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Mutational landscape of EGFR-, MYC-, and Kras-driven genetically engineered mouse models of lung adenocarcinoma.
McFadden DG, Politi K, Bhutkar A, Chen FK, Song X, Pirun M, Santiago PM, Kim-Kiselak C, Platt JT, Lee E, Hodges E, Rosebrock AP, Bronson RT, Socci ND, Hannon GJ, Jacks T, Varmus H
(2016) Proc Natl Acad Sci U S A 113: E6409-E6417
MeSH Terms: Adenocarcinoma, Adenocarcinoma of Lung, Animals, Carcinogens, Cell Transformation, Neoplastic, DNA Copy Number Variations, DNA Mutational Analysis, Disease Models, Animal, ErbB Receptors, Gene Dosage, Genes, myc, Genes, ras, Genome-Wide Association Study, Lung Neoplasms, Mice, Mice, Transgenic, Mutation, Point Mutation, ROC Curve, Whole Exome Sequencing
Show Abstract · Added April 26, 2017
Genetically engineered mouse models (GEMMs) of cancer are increasingly being used to assess putative driver mutations identified by large-scale sequencing of human cancer genomes. To accurately interpret experiments that introduce additional mutations, an understanding of the somatic genetic profile and evolution of GEMM tumors is necessary. Here, we performed whole-exome sequencing of tumors from three GEMMs of lung adenocarcinoma driven by mutant epidermal growth factor receptor (EGFR), mutant Kirsten rat sarcoma viral oncogene homolog (Kras), or overexpression of MYC proto-oncogene. Tumors from EGFR- and Kras-driven models exhibited, respectively, 0.02 and 0.07 nonsynonymous mutations per megabase, a dramatically lower average mutational frequency than observed in human lung adenocarcinomas. Tumors from models driven by strong cancer drivers (mutant EGFR and Kras) harbored few mutations in known cancer genes, whereas tumors driven by MYC, a weaker initiating oncogene in the murine lung, acquired recurrent clonal oncogenic Kras mutations. In addition, although EGFR- and Kras-driven models both exhibited recurrent whole-chromosome DNA copy number alterations, the specific chromosomes altered by gain or loss were different in each model. These data demonstrate that GEMM tumors exhibit relatively simple somatic genotypes compared with human cancers of a similar type, making these autochthonous model systems useful for additive engineering approaches to assess the potential of novel mutations on tumorigenesis, cancer progression, and drug sensitivity.
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20 MeSH Terms
Effects of Repeated Anesthesia Containing Urethane on Tumor Formation and Health Scores in Male C57BL/6J Mice.
Rex TS, Boyd K, Apple T, Bricker-Anthony C, Vail K, Wallace J
(2016) J Am Assoc Lab Anim Sci 55: 295-9
MeSH Terms: Anesthetics, Animals, Carcinogens, Ketamine, Male, Mice, Mice, Inbred C57BL, Neoplasms, Urethane, Xylazine
Show Abstract · Added April 2, 2019
Repeated injection of urethane (ethyl carbamate) is carcinogenic in susceptible strains of mice. Most recent cancer studies involving urethane-induced tumor formation use p53(+/-) mice, which lack one copy of the p53 tumor suppressor gene. In contrast, the same protocol elicits at most a single tumor in wildtype C57BL/6 mice. The effect of repeatedly injecting urethane as a component of a ketamine-xylazine anesthetic mixture in the highly prevalent mouse strain C57BL/6 is unknown. Male C57BL/6J mice (n = 30; age, 3 mo) were anesthetized once monthly for 4 mo by using 560 mg/kg urethane, 28 mg/kg ketamine, and 5.6 mg/kg xylazine. The physical health of the mice was evaluated according to 2 published scoring systems. The average body condition score (scale, 1 to 5; normal, 3) was 3.3, 3.3, and 3.4 after the 2nd, 3rd, and 4th injections, respectively. The visual assessment score was 0 (that is, normal) at all time points examined. Within 1 wk after the 4th injection, the mice were euthanized, necropsied, and evaluated histopathologically. No histopathologic findings were noteworthy. We conclude that repeated monthly injection with urethane as a component of an anesthetic cocktail does not cause clinically detectable abnormalities or induce neoplasia in C57BL/6J mice. These findings are important because urethane combined with low-dose ketamine, unlike other anesthetic regimens, allows for accurate recording of neuronal activity in both the brain and retina. Longitudinal neuronal recordings minimize the number of mice needed and improve the analysis of disease progression and potential therapeutic interventions.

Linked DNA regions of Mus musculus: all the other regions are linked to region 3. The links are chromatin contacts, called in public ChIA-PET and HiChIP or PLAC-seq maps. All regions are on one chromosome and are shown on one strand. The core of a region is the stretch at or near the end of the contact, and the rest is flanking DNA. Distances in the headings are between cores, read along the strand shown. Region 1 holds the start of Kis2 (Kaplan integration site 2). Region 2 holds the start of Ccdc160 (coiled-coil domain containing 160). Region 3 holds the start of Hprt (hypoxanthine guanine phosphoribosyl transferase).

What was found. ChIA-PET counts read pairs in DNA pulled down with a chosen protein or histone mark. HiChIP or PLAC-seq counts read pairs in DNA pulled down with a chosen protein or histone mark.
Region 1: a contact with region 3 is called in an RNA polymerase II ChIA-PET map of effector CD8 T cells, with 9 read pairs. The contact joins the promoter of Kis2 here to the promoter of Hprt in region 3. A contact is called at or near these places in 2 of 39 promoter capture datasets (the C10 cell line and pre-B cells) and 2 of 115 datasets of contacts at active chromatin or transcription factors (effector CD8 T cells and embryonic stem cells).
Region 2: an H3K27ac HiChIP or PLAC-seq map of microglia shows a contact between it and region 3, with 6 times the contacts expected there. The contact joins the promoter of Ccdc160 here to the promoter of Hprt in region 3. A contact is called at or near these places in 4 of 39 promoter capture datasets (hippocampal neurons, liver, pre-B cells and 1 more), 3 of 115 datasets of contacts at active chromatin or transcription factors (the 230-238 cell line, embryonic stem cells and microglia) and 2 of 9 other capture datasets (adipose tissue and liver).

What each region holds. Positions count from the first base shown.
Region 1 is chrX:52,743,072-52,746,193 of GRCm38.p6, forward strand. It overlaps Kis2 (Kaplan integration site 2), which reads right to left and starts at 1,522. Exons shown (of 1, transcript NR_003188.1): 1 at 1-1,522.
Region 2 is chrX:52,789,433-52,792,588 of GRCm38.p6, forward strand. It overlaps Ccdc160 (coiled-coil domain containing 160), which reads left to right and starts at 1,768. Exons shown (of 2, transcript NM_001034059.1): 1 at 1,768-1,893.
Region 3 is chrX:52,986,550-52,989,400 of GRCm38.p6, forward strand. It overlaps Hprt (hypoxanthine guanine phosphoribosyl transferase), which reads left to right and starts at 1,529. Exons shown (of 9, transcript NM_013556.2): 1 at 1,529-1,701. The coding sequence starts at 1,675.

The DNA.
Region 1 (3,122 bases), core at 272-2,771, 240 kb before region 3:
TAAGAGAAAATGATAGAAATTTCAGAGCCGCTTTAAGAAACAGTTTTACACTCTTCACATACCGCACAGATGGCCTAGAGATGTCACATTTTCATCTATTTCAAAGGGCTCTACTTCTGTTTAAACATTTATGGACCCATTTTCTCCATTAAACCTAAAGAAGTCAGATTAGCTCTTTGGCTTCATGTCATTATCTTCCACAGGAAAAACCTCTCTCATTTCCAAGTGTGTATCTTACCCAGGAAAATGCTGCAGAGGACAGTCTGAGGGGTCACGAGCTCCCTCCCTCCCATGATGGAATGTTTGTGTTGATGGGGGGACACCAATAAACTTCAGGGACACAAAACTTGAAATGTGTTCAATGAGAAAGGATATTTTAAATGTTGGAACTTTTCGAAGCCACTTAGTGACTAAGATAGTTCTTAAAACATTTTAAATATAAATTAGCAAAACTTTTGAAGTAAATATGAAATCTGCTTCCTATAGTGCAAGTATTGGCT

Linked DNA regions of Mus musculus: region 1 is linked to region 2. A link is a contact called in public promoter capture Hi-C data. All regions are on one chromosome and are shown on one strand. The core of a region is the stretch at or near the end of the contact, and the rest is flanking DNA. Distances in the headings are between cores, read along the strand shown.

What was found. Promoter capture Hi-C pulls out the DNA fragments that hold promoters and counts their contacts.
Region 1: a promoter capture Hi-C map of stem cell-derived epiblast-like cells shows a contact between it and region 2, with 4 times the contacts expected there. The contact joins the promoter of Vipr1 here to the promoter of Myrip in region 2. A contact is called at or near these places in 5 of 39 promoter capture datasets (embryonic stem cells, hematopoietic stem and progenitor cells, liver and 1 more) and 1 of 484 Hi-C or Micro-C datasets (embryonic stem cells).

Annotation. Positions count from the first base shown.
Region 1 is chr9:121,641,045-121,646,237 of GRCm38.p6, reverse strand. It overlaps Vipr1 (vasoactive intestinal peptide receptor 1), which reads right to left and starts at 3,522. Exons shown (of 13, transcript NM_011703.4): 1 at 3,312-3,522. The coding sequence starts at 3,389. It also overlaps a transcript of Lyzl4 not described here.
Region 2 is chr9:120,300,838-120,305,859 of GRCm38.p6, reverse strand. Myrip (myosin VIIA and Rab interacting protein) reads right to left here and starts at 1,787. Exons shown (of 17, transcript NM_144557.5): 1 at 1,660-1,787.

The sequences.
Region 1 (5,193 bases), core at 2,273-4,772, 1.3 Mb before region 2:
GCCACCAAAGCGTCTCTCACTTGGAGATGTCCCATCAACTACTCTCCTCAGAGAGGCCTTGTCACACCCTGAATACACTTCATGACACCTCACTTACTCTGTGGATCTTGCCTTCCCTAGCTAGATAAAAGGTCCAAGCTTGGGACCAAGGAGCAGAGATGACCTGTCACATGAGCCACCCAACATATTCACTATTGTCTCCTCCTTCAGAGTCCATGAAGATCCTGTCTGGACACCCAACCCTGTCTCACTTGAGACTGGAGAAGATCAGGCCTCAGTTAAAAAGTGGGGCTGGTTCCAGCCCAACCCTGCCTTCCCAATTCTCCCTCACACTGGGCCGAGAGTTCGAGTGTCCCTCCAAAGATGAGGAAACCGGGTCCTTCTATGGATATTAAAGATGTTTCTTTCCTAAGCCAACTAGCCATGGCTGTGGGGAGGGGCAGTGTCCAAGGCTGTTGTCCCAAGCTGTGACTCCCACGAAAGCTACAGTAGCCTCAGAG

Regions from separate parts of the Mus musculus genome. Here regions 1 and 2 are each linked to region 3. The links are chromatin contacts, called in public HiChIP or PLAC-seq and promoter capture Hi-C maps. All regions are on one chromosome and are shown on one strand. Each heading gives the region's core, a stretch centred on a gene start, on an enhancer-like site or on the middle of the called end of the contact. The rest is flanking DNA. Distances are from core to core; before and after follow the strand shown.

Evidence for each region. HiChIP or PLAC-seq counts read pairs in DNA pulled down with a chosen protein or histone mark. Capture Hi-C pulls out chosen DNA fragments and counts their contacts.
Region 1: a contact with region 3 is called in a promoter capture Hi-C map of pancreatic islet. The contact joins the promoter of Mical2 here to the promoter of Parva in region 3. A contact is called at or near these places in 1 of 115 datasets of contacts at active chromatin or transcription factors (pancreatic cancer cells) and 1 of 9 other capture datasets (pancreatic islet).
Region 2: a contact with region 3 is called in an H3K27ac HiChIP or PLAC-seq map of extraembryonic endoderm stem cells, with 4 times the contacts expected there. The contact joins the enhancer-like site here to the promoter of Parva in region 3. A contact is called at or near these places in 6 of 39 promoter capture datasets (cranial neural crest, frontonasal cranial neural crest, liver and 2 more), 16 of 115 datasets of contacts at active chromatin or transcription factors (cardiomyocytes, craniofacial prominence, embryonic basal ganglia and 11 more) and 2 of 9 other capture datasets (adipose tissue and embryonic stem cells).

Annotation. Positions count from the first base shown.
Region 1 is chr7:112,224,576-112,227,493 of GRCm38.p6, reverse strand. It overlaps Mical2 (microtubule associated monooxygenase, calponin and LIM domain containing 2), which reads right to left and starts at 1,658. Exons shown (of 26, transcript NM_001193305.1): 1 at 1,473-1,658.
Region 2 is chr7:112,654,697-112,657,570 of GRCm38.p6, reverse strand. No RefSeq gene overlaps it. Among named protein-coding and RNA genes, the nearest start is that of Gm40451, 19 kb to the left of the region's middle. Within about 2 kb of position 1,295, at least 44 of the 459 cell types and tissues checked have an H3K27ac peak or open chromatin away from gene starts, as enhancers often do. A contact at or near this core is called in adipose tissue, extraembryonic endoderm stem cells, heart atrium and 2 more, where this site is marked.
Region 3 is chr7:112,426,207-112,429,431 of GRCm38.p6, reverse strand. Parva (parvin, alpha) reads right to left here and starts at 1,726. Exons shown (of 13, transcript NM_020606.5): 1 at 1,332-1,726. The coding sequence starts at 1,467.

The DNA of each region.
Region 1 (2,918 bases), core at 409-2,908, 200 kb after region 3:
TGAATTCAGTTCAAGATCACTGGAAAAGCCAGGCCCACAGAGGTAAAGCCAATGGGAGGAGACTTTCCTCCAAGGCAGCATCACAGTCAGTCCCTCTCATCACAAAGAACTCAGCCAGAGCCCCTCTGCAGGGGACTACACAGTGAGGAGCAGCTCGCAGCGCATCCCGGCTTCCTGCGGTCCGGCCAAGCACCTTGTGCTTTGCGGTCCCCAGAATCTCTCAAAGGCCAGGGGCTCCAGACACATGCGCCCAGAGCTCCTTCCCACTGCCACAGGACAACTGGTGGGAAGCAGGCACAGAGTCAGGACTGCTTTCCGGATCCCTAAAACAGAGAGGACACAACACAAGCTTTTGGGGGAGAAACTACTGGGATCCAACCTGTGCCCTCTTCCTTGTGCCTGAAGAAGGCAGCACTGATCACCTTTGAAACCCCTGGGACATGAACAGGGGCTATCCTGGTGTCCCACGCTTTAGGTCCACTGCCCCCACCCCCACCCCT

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Western diet enhances benzo(a)pyrene-induced colon tumorigenesis in a polyposis in rat coli (PIRC) rat model of colon cancer.
Harris KL, Pulliam SR, Okoro E, Guo Z, Washington MK, Adunyah SE, Amos-Landgraf JM, Ramesh A
(2016) Oncotarget 7: 28947-60
MeSH Terms: Animals, Benzo(a)pyrene, Carcinogens, Colonic Neoplasms, Diet, Western, Disease Models, Animal, Male, Rats, Rats, Mutant Strains
Show Abstract · Added April 12, 2016
Consumption of Western diet (WD), contaminated with environmental toxicants, has been implicated as one of the risk factors for sporadic colon cancer. Our earlier studies using a mouse model revealed that compared to unsaturated dietary fat, the saturated dietary fat exacerbated the development of colon tumors caused by B(a)P. The objective of this study was to study how WD potentiates B(a)P-induced colon carcinogenesis in the adult male rats that carry a mutation in the Apc locus - the polyposis in the rat colon (PIRC) rats. Groups of PIRC rats were fed with AIN-76A standard diet (RD) or Western diet (WD) and received 25, 50, or 100 μg B(a)P/kg body weight (wt) via oral gavage for 60 days. Subsequent to exposure, rats were euthanized; colons were retrieved and preserved in 10% formalin for counting the polyp numbers, measuring the polyp size, and histological analyses. Blood samples were collected and concentrations of cholesterol, triglycerides, glucose, insulin and leptin were measured. Rats that received WD + B(a)P showed increased levels of cholesterol, triglycerides, and leptin in comparison to RD + B(a)P groups or controls. The colon tumor numbers showed a B(a)P dose-response relationship. Adenomas with high grade dysplasia were prominent in B(a)P + WD rats compared to B(a)P + RD rats and controls (p < 0.05). The larger rat model system used in this study allows for studying more advanced tumor phenotypes over a longer duration and delineating the role of diet - toxicant interactions in sporadic colon tumor development.